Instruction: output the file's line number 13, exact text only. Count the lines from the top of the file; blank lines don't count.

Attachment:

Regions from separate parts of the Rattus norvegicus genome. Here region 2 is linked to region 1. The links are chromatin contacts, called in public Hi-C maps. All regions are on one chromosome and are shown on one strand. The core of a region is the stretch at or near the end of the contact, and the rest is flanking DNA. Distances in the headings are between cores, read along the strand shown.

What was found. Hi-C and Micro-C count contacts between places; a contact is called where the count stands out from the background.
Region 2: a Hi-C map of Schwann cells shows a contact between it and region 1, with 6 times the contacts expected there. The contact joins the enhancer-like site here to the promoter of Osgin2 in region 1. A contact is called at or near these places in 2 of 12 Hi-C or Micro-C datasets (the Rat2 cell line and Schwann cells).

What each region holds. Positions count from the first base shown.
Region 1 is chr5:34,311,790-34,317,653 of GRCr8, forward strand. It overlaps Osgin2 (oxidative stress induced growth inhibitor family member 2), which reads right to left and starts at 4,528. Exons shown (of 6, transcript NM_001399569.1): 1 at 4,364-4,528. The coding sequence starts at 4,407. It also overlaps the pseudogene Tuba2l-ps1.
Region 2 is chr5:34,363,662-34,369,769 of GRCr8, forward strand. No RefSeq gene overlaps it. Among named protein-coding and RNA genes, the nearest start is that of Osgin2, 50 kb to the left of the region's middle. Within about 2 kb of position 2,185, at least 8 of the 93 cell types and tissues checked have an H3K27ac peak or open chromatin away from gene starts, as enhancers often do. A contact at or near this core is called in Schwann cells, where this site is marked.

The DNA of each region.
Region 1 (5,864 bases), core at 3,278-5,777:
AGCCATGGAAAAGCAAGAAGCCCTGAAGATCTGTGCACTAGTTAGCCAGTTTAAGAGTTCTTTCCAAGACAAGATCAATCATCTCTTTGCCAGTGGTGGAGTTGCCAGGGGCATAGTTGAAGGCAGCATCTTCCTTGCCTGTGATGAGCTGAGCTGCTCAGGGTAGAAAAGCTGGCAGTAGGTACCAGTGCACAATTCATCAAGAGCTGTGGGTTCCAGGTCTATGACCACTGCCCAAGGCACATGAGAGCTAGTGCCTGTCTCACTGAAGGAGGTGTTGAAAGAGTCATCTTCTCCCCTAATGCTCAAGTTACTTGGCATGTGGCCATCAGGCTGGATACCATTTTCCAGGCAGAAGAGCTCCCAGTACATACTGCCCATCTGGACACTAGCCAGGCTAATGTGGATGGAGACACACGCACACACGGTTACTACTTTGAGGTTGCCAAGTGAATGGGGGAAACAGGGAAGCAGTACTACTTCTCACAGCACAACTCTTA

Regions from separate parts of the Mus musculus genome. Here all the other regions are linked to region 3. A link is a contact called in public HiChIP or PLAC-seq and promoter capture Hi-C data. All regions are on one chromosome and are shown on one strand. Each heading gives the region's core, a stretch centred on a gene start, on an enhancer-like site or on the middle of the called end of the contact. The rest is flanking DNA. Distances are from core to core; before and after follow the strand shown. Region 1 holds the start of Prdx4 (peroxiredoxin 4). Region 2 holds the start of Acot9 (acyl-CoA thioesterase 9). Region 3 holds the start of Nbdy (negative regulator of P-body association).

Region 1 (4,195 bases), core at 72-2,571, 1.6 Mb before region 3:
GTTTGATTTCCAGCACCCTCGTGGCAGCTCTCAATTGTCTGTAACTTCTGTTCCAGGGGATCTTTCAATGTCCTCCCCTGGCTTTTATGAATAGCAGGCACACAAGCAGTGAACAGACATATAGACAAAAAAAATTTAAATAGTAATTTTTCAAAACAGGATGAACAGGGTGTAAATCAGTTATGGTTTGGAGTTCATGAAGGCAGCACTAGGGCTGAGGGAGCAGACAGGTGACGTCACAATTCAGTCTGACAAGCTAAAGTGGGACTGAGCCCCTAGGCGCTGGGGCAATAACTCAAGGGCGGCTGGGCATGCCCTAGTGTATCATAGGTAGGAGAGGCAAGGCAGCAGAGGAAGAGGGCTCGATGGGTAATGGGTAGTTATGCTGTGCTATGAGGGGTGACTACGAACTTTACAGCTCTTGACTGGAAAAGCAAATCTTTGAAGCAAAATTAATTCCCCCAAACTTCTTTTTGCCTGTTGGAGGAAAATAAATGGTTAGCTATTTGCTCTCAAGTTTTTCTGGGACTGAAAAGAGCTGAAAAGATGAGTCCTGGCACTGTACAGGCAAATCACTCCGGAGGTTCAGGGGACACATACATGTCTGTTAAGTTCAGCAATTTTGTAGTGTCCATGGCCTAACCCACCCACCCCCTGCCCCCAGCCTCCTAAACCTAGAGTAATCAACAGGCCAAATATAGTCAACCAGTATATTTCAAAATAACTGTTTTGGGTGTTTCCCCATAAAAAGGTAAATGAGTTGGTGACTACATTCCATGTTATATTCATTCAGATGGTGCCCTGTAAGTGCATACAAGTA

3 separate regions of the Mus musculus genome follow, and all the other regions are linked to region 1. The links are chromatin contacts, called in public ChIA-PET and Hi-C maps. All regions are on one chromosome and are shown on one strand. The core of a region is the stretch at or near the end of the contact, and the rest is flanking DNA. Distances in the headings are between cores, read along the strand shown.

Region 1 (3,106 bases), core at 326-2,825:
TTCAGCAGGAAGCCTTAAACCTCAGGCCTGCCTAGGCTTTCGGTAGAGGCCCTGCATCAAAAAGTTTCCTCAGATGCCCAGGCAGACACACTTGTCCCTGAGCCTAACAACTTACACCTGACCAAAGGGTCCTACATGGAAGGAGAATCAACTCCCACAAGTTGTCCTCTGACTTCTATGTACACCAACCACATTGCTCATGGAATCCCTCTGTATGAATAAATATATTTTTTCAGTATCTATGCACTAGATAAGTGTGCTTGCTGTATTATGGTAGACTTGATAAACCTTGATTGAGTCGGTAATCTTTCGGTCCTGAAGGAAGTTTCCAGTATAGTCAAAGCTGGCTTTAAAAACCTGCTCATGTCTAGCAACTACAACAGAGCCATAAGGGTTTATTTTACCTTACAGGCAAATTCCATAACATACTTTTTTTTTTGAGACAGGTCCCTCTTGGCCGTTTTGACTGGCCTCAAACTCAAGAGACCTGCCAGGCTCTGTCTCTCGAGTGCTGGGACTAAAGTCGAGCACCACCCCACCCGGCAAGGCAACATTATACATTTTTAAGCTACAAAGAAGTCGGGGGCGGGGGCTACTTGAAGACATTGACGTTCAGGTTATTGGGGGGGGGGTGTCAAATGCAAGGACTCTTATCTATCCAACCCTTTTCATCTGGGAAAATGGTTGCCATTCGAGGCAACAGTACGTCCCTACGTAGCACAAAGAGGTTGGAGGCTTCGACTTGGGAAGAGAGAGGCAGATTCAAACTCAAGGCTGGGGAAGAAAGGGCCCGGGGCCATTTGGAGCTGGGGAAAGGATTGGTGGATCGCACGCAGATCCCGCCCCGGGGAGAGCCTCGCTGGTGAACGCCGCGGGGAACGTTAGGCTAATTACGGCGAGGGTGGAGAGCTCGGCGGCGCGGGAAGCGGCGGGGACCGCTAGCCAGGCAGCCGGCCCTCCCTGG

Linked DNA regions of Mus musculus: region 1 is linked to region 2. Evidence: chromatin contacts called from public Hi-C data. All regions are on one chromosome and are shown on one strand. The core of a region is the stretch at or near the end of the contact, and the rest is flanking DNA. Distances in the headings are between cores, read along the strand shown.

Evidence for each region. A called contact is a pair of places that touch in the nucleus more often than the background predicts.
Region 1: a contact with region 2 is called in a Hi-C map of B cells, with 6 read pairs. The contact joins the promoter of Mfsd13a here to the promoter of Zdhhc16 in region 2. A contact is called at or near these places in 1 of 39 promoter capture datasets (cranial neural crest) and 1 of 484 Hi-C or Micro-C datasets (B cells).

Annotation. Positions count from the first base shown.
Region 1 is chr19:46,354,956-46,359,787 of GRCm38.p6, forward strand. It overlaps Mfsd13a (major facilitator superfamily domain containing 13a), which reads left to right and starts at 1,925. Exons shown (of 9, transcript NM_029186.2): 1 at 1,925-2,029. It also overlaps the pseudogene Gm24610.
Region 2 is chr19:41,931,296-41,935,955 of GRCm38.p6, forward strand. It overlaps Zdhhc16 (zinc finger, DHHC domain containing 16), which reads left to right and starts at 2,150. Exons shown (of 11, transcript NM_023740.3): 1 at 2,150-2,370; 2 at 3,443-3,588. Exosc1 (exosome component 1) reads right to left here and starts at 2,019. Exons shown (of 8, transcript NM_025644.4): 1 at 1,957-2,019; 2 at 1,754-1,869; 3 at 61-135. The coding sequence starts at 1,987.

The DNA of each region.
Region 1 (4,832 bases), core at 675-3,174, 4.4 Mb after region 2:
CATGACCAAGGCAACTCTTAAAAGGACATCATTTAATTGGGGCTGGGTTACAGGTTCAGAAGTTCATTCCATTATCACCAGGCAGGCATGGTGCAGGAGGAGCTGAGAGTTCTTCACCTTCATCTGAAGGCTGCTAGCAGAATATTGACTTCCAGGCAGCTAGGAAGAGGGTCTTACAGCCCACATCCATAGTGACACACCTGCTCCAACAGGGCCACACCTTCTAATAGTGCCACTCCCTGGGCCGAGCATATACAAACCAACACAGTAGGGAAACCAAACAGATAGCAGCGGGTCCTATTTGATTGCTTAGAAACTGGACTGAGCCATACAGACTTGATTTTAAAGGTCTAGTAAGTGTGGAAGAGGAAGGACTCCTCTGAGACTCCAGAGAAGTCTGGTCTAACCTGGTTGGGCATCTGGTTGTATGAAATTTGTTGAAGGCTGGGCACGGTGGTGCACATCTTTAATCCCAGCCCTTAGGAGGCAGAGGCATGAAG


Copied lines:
3 separate regions of the Mus musculus genome follow, and all the other regions are linked to region 1. The links are chromatin contacts, called in public ChIA-PET and Hi-C maps. All regions are on one chromosome and are shown on one strand. The core of a region is the stretch at or near the end of the contact, and the rest is flanking DNA. Distances in the headings are between cores, read along the strand shown.